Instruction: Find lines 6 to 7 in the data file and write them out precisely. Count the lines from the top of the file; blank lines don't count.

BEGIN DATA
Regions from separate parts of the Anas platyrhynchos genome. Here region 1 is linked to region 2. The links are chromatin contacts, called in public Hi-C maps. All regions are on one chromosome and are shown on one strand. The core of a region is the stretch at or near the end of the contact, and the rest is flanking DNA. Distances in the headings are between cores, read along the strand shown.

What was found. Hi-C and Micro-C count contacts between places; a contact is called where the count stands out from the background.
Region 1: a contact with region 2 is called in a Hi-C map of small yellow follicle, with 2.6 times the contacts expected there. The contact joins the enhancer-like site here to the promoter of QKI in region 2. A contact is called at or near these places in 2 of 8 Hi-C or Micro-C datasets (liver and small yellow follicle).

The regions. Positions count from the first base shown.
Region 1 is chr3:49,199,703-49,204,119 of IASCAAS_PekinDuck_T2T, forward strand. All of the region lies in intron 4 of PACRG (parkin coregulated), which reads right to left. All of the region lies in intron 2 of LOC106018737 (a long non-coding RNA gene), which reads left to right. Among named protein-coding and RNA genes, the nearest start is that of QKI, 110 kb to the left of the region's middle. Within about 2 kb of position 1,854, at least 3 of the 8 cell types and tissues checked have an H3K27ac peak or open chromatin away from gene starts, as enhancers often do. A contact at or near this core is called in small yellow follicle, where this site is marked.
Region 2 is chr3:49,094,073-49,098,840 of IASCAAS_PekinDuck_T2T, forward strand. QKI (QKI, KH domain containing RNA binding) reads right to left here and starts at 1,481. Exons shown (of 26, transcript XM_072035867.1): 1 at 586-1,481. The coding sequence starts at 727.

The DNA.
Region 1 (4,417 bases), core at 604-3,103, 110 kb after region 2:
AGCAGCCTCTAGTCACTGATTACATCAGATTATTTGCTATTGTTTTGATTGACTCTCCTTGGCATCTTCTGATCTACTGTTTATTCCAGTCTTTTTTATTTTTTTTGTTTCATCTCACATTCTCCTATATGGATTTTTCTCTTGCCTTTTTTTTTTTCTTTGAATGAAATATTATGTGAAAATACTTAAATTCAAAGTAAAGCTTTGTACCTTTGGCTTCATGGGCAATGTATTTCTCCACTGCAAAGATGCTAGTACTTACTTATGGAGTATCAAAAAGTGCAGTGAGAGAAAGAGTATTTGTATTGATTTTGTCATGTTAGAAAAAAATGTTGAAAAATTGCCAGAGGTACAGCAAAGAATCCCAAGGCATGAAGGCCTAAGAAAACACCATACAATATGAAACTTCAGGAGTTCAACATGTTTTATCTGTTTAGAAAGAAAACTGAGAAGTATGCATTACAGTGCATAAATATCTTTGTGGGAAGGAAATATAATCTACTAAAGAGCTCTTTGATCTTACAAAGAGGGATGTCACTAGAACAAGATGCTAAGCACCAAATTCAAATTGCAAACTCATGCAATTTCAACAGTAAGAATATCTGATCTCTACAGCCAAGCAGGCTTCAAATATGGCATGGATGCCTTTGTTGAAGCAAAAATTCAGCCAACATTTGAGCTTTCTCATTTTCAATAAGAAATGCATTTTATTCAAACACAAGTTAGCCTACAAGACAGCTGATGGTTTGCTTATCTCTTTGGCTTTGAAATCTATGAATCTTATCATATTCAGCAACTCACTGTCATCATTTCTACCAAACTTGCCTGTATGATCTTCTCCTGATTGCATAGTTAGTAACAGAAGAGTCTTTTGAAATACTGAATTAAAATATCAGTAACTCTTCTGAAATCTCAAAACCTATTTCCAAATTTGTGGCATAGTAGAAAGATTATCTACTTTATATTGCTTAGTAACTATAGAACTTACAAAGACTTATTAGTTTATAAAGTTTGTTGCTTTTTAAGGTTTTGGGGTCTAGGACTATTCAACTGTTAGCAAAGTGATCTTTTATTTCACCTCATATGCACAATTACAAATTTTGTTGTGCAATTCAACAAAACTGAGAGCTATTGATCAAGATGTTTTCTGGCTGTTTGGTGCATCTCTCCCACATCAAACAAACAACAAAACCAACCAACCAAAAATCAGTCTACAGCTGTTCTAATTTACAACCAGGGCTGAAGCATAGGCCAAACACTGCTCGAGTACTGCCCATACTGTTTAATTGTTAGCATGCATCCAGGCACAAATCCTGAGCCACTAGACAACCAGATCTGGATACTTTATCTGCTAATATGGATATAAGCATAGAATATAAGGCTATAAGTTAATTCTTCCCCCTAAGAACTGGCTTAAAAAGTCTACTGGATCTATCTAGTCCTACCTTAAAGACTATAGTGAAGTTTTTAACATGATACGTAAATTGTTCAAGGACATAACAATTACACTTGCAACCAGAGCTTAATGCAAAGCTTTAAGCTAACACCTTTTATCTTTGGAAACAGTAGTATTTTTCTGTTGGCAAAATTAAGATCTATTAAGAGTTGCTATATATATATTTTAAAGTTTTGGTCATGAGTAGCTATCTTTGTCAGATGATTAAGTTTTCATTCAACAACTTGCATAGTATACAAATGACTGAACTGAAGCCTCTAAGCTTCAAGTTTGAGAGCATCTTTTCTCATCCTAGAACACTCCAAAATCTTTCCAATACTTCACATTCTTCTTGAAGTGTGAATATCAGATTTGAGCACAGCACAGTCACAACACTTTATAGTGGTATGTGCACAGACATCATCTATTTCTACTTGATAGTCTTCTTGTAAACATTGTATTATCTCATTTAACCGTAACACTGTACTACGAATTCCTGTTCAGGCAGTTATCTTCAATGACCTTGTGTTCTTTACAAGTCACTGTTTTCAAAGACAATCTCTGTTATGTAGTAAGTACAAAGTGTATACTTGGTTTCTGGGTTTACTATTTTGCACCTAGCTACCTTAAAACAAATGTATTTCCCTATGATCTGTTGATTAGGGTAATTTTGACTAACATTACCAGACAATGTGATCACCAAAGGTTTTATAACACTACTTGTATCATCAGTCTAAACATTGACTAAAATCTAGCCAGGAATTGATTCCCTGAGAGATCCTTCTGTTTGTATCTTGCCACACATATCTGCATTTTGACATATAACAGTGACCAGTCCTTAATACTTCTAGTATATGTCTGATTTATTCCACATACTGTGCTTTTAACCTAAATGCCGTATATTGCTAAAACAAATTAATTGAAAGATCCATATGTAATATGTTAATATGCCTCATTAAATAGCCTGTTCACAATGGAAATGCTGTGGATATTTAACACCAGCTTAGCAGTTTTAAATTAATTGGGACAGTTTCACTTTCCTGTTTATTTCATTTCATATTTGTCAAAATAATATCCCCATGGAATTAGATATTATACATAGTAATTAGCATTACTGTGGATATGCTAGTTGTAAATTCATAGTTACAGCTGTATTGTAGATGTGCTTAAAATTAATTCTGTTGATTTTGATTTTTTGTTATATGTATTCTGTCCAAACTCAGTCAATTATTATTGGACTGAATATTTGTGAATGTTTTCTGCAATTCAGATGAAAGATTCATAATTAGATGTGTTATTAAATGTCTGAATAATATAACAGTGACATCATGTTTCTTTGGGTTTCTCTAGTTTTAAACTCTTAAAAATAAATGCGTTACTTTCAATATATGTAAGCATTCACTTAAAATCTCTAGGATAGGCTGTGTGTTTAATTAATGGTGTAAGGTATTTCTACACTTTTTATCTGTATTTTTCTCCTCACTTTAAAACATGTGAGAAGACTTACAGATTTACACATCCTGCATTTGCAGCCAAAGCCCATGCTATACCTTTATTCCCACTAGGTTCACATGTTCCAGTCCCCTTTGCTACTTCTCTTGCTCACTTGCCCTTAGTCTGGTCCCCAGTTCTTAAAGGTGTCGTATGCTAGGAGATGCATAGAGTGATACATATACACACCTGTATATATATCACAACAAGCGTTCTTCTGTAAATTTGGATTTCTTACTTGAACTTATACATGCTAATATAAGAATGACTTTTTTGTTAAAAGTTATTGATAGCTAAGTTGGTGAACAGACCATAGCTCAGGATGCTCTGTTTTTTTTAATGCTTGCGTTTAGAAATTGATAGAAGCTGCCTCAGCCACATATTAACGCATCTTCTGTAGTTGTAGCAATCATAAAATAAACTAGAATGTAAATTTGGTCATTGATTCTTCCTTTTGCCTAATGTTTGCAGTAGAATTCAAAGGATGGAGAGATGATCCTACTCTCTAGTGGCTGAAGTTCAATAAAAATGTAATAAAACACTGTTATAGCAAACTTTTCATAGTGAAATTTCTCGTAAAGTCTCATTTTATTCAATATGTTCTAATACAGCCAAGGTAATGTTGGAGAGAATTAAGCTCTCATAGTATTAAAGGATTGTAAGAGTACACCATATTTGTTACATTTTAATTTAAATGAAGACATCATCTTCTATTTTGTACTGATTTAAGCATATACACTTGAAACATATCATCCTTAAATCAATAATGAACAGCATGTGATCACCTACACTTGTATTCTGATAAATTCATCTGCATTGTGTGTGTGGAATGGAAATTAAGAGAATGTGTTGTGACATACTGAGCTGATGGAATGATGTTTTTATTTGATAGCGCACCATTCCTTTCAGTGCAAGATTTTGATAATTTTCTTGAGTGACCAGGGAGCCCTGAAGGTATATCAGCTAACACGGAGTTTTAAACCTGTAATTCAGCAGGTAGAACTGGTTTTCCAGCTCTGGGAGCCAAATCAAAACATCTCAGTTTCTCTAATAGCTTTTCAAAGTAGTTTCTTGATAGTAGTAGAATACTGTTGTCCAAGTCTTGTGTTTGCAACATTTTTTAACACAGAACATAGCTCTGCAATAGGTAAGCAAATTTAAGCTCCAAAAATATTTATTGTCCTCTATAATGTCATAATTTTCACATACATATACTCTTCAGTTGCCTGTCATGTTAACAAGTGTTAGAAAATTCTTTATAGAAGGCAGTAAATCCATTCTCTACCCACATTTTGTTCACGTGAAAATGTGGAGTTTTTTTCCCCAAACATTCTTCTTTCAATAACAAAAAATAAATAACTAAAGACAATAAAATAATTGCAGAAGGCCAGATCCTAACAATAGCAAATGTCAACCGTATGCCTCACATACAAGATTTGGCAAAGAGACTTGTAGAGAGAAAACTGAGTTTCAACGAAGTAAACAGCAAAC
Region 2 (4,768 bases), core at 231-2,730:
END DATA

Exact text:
Region 2 is chr3:49,094,073-49,098,840 of IASCAAS_PekinDuck_T2T, forward strand. QKI (QKI, KH domain containing RNA binding) reads right to left here and starts at 1,481. Exons shown (of 26, transcript XM_072035867.1): 1 at 586-1,481. The coding sequence starts at 727.

The DNA.